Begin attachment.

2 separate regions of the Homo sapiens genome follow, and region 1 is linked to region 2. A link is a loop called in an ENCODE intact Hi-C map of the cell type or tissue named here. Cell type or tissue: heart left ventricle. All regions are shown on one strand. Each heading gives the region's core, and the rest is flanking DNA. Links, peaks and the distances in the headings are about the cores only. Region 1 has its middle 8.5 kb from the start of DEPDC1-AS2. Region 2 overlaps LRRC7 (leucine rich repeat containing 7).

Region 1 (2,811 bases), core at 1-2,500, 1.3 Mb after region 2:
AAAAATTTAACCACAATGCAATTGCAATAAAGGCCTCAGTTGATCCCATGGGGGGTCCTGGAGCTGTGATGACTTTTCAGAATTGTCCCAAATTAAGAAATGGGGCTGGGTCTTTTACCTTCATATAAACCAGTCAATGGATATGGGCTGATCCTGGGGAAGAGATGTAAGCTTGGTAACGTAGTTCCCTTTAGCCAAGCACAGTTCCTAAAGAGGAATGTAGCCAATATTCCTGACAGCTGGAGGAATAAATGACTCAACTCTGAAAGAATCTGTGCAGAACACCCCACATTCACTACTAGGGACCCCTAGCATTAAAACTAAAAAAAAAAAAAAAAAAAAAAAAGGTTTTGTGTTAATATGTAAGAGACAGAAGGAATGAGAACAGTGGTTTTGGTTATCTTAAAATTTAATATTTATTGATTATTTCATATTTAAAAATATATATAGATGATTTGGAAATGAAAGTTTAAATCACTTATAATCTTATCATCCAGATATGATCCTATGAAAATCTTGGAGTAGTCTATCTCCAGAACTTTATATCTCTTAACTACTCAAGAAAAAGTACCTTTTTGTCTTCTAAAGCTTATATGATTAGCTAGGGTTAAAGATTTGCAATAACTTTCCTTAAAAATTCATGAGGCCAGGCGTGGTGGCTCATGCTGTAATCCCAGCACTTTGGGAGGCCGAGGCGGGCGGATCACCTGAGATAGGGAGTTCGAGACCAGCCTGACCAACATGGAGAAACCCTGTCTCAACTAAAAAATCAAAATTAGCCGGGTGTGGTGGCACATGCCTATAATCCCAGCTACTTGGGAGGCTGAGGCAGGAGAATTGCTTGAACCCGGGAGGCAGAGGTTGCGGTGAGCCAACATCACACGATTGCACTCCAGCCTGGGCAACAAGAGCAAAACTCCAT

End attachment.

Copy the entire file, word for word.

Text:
2 separate regions of the Homo sapiens genome follow, and region 1 is linked to region 2. A link is a loop called in an ENCODE intact Hi-C map of the cell type or tissue named here. Cell type or tissue: heart left ventricle. All regions are shown on one strand. Each heading gives the region's core, and the rest is flanking DNA. Links, peaks and the distances in the headings are about the cores only. Region 1 has its middle 8.5 kb from the start of DEPDC1-AS2. Region 2 overlaps LRRC7 (leucine rich repeat containing 7).

Region 1 (2,811 bases), core at 1-2,500, 1.3 Mb after region 2:
AAAAATTTAACCACAATGCAATTGCAATAAAGGCCTCAGTTGATCCCATGGGGGGTCCTGGAGCTGTGATGACTTTTCAGAATTGTCCCAAATTAAGAAATGGGGCTGGGTCTTTTACCTTCATATAAACCAGTCAATGGATATGGGCTGATCCTGGGGAAGAGATGTAAGCTTGGTAACGTAGTTCCCTTTAGCCAAGCACAGTTCCTAAAGAGGAATGTAGCCAATATTCCTGACAGCTGGAGGAATAAATGACTCAACTCTGAAAGAATCTGTGCAGAACACCCCACATTCACTACTAGGGACCCCTAGCATTAAAACTAAAAAAAAAAAAAAAAAAAAAAAAGGTTTTGTGTTAATATGTAAGAGACAGAAGGAATGAGAACAGTGGTTTTGGTTATCTTAAAATTTAATATTTATTGATTATTTCATATTTAAAAATATATATAGATGATTTGGAAATGAAAGTTTAAATCACTTATAATCTTATCATCCAGATATGATCCTATGAAAATCTTGGAGTAGTCTATCTCCAGAACTTTATATCTCTTAACTACTCAAGAAAAAGTACCTTTTTGTCTTCTAAAGCTTATATGATTAGCTAGGGTTAAAGATTTGCAATAACTTTCCTTAAAAATTCATGAGGCCAGGCGTGGTGGCTCATGCTGTAATCCCAGCACTTTGGGAGGCCGAGGCGGGCGGATCACCTGAGATAGGGAGTTCGAGACCAGCCTGACCAACATGGAGAAACCCTGTCTCAACTAAAAAATCAAAATTAGCCGGGTGTGGTGGCACATGCCTATAATCCCAGCTACTTGGGAGGCTGAGGCAGGAGAATTGCTTGAACCCGGGAGGCAGAGGTTGCGGTGAGCCAACATCACACGATTGCACTCCAGCCTGGGCAACAAGAGCAAAACTCCAT